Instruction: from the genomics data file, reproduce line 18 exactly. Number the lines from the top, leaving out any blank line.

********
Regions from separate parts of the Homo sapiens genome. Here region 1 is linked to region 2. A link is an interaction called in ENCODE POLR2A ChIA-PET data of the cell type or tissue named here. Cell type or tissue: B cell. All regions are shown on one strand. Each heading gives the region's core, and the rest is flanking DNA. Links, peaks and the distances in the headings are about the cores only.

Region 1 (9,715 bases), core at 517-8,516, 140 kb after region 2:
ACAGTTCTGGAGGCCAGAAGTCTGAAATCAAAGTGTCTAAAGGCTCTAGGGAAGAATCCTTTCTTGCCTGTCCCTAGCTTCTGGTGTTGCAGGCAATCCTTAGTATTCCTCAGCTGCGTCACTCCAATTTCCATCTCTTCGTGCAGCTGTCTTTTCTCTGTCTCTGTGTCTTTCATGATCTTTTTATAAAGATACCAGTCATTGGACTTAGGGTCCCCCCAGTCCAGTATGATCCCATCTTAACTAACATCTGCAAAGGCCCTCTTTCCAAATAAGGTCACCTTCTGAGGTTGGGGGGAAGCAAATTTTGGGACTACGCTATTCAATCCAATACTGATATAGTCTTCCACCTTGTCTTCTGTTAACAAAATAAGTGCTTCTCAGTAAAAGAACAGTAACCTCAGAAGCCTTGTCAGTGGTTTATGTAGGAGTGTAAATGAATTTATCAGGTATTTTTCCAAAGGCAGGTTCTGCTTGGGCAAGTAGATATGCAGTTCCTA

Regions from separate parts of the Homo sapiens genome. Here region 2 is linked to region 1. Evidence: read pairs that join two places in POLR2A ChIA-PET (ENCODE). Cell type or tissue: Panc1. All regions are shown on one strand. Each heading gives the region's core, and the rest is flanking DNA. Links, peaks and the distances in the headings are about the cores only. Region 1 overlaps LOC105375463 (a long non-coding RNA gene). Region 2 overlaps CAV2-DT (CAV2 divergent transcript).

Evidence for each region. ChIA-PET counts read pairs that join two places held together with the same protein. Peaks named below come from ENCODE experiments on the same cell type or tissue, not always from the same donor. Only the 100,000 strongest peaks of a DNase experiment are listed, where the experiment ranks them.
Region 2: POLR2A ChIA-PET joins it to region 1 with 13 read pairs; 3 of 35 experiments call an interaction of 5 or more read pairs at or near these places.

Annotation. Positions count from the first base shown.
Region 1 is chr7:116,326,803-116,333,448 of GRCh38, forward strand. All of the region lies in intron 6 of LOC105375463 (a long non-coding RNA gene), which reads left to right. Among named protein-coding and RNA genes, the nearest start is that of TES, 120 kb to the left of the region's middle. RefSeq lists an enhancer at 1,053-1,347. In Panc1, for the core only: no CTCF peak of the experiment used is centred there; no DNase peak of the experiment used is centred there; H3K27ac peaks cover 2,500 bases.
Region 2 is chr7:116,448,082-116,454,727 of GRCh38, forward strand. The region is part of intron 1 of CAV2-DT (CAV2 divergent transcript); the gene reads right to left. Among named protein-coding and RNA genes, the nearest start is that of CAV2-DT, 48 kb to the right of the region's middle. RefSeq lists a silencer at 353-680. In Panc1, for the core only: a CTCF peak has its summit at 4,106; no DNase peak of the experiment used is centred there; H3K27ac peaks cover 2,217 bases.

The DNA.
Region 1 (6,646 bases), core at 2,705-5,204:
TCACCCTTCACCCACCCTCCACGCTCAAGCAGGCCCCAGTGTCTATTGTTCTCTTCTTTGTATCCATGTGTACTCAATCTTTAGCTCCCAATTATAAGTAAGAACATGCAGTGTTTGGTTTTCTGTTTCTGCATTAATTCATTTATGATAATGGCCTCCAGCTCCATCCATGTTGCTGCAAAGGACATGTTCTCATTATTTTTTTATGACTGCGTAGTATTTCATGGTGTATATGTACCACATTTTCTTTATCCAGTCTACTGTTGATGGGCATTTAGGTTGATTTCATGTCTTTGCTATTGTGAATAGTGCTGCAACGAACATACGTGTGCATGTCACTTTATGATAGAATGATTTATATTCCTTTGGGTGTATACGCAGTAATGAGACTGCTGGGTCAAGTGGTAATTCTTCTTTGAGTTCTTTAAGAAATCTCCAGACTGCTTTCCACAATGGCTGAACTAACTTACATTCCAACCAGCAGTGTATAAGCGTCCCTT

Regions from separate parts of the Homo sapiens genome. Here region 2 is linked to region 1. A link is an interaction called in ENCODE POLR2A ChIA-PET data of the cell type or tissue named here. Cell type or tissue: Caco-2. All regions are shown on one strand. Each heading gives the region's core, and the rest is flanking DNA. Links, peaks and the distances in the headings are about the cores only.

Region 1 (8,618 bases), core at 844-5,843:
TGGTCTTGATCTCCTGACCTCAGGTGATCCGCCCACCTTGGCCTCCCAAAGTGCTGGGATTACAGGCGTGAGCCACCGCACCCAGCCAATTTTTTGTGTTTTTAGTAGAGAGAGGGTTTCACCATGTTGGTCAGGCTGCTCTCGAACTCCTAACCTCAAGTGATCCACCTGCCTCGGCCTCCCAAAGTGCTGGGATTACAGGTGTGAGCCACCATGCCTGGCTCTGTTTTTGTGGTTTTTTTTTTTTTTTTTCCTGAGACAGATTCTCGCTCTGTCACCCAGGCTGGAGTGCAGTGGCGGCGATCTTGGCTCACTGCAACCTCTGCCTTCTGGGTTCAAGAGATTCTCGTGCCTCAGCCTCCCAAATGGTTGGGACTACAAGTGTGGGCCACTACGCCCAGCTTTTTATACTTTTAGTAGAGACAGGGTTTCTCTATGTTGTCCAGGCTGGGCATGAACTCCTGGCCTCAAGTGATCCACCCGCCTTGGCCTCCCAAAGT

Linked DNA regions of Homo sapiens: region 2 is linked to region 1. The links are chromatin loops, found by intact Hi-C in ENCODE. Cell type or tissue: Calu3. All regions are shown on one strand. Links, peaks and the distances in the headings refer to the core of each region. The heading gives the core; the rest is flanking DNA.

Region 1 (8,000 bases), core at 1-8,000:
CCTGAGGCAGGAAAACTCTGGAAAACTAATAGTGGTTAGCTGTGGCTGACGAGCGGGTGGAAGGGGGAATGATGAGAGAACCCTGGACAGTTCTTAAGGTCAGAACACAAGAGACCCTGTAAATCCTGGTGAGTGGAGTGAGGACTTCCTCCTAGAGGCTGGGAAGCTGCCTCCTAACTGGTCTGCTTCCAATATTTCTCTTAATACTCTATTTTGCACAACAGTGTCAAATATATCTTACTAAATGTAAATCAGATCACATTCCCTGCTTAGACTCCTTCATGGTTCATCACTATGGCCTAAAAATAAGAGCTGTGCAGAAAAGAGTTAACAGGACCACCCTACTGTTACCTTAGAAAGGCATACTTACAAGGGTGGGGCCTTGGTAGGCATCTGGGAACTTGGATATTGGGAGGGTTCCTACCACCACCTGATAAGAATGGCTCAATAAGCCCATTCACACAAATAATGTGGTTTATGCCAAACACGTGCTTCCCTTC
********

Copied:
CCTGAGGCAGGAAAACTCTGGAAAACTAATAGTGGTTAGCTGTGGCTGACGAGCGGGTGGAAGGGGGAATGATGAGAGAACCCTGGACAGTTCTTAAGGTCAGAACACAAGAGACCCTGTAAATCCTGGTGAGTGGAGTGAGGACTTCCTCCTAGAGGCTGGGAAGCTGCCTCCTAACTGGTCTGCTTCCAATATTTCTCTTAATACTCTATTTTGCACAACAGTGTCAAATATATCTTACTAAATGTAAATCAGATCACATTCCCTGCTTAGACTCCTTCATGGTTCATCACTATGGCCTAAAAATAAGAGCTGTGCAGAAAAGAGTTAACAGGACCACCCTACTGTTACCTTAGAAAGGCATACTTACAAGGGTGGGGCCTTGGTAGGCATCTGGGAACTTGGATATTGGGAGGGTTCCTACCACCACCTGATAAGAATGGCTCAATAAGCCCATTCACACAAATAATGTGGTTTATGCCAAACACGTGCTTCCCTTC